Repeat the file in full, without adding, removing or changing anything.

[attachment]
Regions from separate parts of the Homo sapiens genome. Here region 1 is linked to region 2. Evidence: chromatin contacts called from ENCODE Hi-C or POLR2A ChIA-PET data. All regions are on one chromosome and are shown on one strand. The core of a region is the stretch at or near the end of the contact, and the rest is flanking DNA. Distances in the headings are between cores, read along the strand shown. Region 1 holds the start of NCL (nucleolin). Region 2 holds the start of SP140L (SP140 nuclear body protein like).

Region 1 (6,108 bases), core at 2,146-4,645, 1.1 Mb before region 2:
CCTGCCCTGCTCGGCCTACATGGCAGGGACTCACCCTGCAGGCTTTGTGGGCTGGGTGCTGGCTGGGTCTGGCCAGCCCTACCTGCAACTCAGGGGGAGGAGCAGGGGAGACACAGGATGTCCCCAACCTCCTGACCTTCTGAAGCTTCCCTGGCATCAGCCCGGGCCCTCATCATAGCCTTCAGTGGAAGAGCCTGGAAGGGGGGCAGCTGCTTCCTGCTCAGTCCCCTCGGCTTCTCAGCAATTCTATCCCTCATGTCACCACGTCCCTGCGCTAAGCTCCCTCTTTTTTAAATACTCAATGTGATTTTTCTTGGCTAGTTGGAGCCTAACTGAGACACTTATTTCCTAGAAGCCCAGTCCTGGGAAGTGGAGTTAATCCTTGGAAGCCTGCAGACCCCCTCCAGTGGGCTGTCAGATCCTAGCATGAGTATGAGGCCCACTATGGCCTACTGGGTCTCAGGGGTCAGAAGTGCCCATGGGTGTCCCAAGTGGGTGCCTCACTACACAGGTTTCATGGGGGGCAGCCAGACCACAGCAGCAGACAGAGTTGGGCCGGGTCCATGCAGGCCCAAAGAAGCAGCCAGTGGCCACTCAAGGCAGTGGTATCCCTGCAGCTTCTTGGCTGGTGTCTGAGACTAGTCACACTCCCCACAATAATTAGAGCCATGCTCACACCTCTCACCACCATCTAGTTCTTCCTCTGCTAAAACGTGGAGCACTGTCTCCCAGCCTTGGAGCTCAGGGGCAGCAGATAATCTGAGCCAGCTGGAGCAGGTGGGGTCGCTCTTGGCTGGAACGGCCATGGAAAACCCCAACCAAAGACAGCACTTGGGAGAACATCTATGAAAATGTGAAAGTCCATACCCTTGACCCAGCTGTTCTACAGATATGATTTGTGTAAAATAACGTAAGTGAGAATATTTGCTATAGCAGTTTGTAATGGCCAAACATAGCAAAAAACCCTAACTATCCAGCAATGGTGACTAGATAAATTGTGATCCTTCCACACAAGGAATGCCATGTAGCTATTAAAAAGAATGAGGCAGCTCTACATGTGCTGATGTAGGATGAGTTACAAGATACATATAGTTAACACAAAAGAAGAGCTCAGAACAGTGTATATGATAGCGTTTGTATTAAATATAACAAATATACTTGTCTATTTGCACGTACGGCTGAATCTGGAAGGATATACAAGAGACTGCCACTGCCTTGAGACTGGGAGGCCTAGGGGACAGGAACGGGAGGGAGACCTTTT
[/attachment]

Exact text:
Regions from separate parts of the Homo sapiens genome. Here region 1 is linked to region 2. Evidence: chromatin contacts called from ENCODE Hi-C or POLR2A ChIA-PET data. All regions are on one chromosome and are shown on one strand. The core of a region is the stretch at or near the end of the contact, and the rest is flanking DNA. Distances in the headings are between cores, read along the strand shown. Region 1 holds the start of NCL (nucleolin). Region 2 holds the start of SP140L (SP140 nuclear body protein like).

Region 1 (6,108 bases), core at 2,146-4,645, 1.1 Mb before region 2:
CCTGCCCTGCTCGGCCTACATGGCAGGGACTCACCCTGCAGGCTTTGTGGGCTGGGTGCTGGCTGGGTCTGGCCAGCCCTACCTGCAACTCAGGGGGAGGAGCAGGGGAGACACAGGATGTCCCCAACCTCCTGACCTTCTGAAGCTTCCCTGGCATCAGCCCGGGCCCTCATCATAGCCTTCAGTGGAAGAGCCTGGAAGGGGGGCAGCTGCTTCCTGCTCAGTCCCCTCGGCTTCTCAGCAATTCTATCCCTCATGTCACCACGTCCCTGCGCTAAGCTCCCTCTTTTTTAAATACTCAATGTGATTTTTCTTGGCTAGTTGGAGCCTAACTGAGACACTTATTTCCTAGAAGCCCAGTCCTGGGAAGTGGAGTTAATCCTTGGAAGCCTGCAGACCCCCTCCAGTGGGCTGTCAGATCCTAGCATGAGTATGAGGCCCACTATGGCCTACTGGGTCTCAGGGGTCAGAAGTGCCCATGGGTGTCCCAAGTGGGTGCCTCACTACACAGGTTTCATGGGGGGCAGCCAGACCACAGCAGCAGACAGAGTTGGGCCGGGTCCATGCAGGCCCAAAGAAGCAGCCAGTGGCCACTCAAGGCAGTGGTATCCCTGCAGCTTCTTGGCTGGTGTCTGAGACTAGTCACACTCCCCACAATAATTAGAGCCATGCTCACACCTCTCACCACCATCTAGTTCTTCCTCTGCTAAAACGTGGAGCACTGTCTCCCAGCCTTGGAGCTCAGGGGCAGCAGATAATCTGAGCCAGCTGGAGCAGGTGGGGTCGCTCTTGGCTGGAACGGCCATGGAAAACCCCAACCAAAGACAGCACTTGGGAGAACATCTATGAAAATGTGAAAGTCCATACCCTTGACCCAGCTGTTCTACAGATATGATTTGTGTAAAATAACGTAAGTGAGAATATTTGCTATAGCAGTTTGTAATGGCCAAACATAGCAAAAAACCCTAACTATCCAGCAATGGTGACTAGATAAATTGTGATCCTTCCACACAAGGAATGCCATGTAGCTATTAAAAAGAATGAGGCAGCTCTACATGTGCTGATGTAGGATGAGTTACAAGATACATATAGTTAACACAAAAGAAGAGCTCAGAACAGTGTATATGATAGCGTTTGTATTAAATATAACAAATATACTTGTCTATTTGCACGTACGGCTGAATCTGGAAGGATATACAAGAGACTGCCACTGCCTTGAGACTGGGAGGCCTAGGGGACAGGAACGGGAGGGAGACCTTTT